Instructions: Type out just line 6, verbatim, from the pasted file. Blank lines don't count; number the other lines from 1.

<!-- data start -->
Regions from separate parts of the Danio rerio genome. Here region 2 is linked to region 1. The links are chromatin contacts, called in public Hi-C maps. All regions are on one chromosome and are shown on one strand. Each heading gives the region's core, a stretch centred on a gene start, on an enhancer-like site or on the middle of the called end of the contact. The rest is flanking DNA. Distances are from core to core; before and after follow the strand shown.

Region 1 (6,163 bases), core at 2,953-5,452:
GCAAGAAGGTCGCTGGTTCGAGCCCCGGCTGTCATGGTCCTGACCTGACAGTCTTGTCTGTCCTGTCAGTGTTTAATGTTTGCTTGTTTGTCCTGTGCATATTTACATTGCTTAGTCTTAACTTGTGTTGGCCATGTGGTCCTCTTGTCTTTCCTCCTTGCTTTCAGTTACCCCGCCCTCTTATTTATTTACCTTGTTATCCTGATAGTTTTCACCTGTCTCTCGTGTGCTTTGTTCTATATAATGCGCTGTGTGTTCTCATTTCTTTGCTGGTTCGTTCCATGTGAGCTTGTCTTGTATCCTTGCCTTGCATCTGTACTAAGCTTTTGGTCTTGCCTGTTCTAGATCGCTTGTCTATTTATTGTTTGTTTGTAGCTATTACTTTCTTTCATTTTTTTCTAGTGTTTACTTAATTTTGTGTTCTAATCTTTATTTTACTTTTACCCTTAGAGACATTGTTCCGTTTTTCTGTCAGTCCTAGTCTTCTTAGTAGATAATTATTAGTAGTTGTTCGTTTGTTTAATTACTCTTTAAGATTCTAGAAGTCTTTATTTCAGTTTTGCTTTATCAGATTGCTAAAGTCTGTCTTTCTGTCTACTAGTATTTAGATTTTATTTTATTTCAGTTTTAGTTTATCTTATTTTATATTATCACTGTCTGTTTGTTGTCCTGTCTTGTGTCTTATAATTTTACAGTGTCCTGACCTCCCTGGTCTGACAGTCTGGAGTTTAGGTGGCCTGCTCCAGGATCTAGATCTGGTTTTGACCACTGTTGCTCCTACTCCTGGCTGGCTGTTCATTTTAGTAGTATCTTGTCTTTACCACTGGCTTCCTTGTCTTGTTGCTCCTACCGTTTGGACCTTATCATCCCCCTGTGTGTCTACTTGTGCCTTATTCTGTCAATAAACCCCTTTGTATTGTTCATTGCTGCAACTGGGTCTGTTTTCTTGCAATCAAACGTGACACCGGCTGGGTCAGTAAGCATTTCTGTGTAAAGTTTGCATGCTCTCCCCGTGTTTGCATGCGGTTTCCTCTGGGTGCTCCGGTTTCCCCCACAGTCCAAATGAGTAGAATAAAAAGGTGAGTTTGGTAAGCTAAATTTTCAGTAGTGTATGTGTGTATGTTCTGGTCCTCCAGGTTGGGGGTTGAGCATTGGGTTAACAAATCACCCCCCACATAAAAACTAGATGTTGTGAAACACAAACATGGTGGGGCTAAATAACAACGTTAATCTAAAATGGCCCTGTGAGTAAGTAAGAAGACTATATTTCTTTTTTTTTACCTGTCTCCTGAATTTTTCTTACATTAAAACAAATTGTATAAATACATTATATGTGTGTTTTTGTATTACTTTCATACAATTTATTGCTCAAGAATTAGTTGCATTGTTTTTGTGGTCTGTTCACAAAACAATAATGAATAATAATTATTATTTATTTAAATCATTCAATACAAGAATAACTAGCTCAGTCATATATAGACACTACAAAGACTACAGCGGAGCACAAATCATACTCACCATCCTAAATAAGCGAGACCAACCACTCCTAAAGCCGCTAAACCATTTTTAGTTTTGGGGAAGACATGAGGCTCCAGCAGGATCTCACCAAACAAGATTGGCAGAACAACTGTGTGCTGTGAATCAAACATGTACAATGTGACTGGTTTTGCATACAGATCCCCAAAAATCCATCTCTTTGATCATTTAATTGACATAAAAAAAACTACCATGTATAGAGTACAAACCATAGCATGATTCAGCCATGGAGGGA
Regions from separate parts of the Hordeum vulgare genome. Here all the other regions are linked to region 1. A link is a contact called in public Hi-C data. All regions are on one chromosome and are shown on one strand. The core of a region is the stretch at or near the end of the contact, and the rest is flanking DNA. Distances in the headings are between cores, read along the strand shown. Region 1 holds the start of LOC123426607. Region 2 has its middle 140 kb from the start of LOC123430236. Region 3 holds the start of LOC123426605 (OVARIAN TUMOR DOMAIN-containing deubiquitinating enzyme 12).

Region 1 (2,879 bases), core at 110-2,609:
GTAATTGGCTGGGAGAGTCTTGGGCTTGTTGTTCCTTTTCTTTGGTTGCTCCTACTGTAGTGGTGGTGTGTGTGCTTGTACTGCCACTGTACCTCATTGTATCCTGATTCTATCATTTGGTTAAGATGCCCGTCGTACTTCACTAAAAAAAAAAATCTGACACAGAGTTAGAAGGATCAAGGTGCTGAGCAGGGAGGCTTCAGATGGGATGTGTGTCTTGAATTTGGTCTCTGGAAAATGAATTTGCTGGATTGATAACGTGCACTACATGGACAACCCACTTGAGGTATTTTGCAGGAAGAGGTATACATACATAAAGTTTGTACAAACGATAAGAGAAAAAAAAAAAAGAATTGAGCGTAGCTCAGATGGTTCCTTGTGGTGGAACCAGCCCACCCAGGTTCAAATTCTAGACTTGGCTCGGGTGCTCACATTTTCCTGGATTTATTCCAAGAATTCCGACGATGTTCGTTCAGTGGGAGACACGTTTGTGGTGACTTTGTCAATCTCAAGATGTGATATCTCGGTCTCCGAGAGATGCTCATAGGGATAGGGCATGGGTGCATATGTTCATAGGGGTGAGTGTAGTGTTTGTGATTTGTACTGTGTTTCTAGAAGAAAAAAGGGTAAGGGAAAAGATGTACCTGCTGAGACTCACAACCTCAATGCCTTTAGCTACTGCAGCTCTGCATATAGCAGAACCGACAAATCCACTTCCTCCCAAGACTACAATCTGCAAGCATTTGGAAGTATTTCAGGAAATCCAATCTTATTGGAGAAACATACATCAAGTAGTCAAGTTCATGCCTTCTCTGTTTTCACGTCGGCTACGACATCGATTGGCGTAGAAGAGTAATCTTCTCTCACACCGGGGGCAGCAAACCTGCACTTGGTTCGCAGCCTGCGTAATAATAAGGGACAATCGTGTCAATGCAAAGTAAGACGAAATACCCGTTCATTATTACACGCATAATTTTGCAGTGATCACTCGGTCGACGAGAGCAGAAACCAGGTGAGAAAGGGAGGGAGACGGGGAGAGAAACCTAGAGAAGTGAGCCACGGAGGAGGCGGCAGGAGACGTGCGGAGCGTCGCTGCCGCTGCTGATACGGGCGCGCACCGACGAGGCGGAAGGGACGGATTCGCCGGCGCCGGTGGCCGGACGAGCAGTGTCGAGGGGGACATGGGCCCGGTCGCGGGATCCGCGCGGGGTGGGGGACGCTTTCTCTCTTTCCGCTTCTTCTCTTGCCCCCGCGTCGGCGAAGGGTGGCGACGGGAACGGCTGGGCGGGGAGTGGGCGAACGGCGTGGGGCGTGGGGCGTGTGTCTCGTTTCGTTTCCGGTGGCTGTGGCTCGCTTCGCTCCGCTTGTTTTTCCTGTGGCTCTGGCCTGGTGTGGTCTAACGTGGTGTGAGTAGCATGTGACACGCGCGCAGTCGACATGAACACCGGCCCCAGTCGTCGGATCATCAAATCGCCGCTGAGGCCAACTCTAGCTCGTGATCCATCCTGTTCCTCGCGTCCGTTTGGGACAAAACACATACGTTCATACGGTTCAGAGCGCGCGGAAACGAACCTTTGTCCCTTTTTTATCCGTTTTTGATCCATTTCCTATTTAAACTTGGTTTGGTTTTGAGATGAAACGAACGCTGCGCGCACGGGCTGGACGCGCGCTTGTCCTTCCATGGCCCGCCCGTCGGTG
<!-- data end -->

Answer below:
GTAATTGGCTGGGAGAGTCTTGGGCTTGTTGTTCCTTTTCTTTGGTTGCTCCTACTGTAGTGGTGGTGTGTGTGCTTGTACTGCCACTGTACCTCATTGTATCCTGATTCTATCATTTGGTTAAGATGCCCGTCGTACTTCACTAAAAAAAAAAATCTGACACAGAGTTAGAAGGATCAAGGTGCTGAGCAGGGAGGCTTCAGATGGGATGTGTGTCTTGAATTTGGTCTCTGGAAAATGAATTTGCTGGATTGATAACGTGCACTACATGGACAACCCACTTGAGGTATTTTGCAGGAAGAGGTATACATACATAAAGTTTGTACAAACGATAAGAGAAAAAAAAAAAAGAATTGAGCGTAGCTCAGATGGTTCCTTGTGGTGGAACCAGCCCACCCAGGTTCAAATTCTAGACTTGGCTCGGGTGCTCACATTTTCCTGGATTTATTCCAAGAATTCCGACGATGTTCGTTCAGTGGGAGACACGTTTGTGGTGACTTTGTCAATCTCAAGATGTGATATCTCGGTCTCCGAGAGATGCTCATAGGGATAGGGCATGGGTGCATATGTTCATAGGGGTGAGTGTAGTGTTTGTGATTTGTACTGTGTTTCTAGAAGAAAAAAGGGTAAGGGAAAAGATGTACCTGCTGAGACTCACAACCTCAATGCCTTTAGCTACTGCAGCTCTGCATATAGCAGAACCGACAAATCCACTTCCTCCCAAGACTACAATCTGCAAGCATTTGGAAGTATTTCAGGAAATCCAATCTTATTGGAGAAACATACATCAAGTAGTCAAGTTCATGCCTTCTCTGTTTTCACGTCGGCTACGACATCGATTGGCGTAGAAGAGTAATCTTCTCTCACACCGGGGGCAGCAAACCTGCACTTGGTTCGCAGCCTGCGTAATAATAAGGGACAATCGTGTCAATGCAAAGTAAGACGAAATACCCGTTCATTATTACACGCATAATTTTGCAGTGATCACTCGGTCGACGAGAGCAGAAACCAGGTGAGAAAGGGAGGGAGACGGGGAGAGAAACCTAGAGAAGTGAGCCACGGAGGAGGCGGCAGGAGACGTGCGGAGCGTCGCTGCCGCTGCTGATACGGGCGCGCACCGACGAGGCGGAAGGGACGGATTCGCCGGCGCCGGTGGCCGGACGAGCAGTGTCGAGGGGGACATGGGCCCGGTCGCGGGATCCGCGCGGGGTGGGGGACGCTTTCTCTCTTTCCGCTTCTTCTCTTGCCCCCGCGTCGGCGAAGGGTGGCGACGGGAACGGCTGGGCGGGGAGTGGGCGAACGGCGTGGGGCGTGGGGCGTGTGTCTCGTTTCGTTTCCGGTGGCTGTGGCTCGCTTCGCTCCGCTTGTTTTTCCTGTGGCTCTGGCCTGGTGTGGTCTAACGTGGTGTGAGTAGCATGTGACACGCGCGCAGTCGACATGAACACCGGCCCCAGTCGTCGGATCATCAAATCGCCGCTGAGGCCAACTCTAGCTCGTGATCCATCCTGTTCCTCGCGTCCGTTTGGGACAAAACACATACGTTCATACGGTTCAGAGCGCGCGGAAACGAACCTTTGTCCCTTTTTTATCCGTTTTTGATCCATTTCCTATTTAAACTTGGTTTGGTTTTGAGATGAAACGAACGCTGCGCGCACGGGCTGGACGCGCGCTTGTCCTTCCATGGCCCGCCCGTCGGTG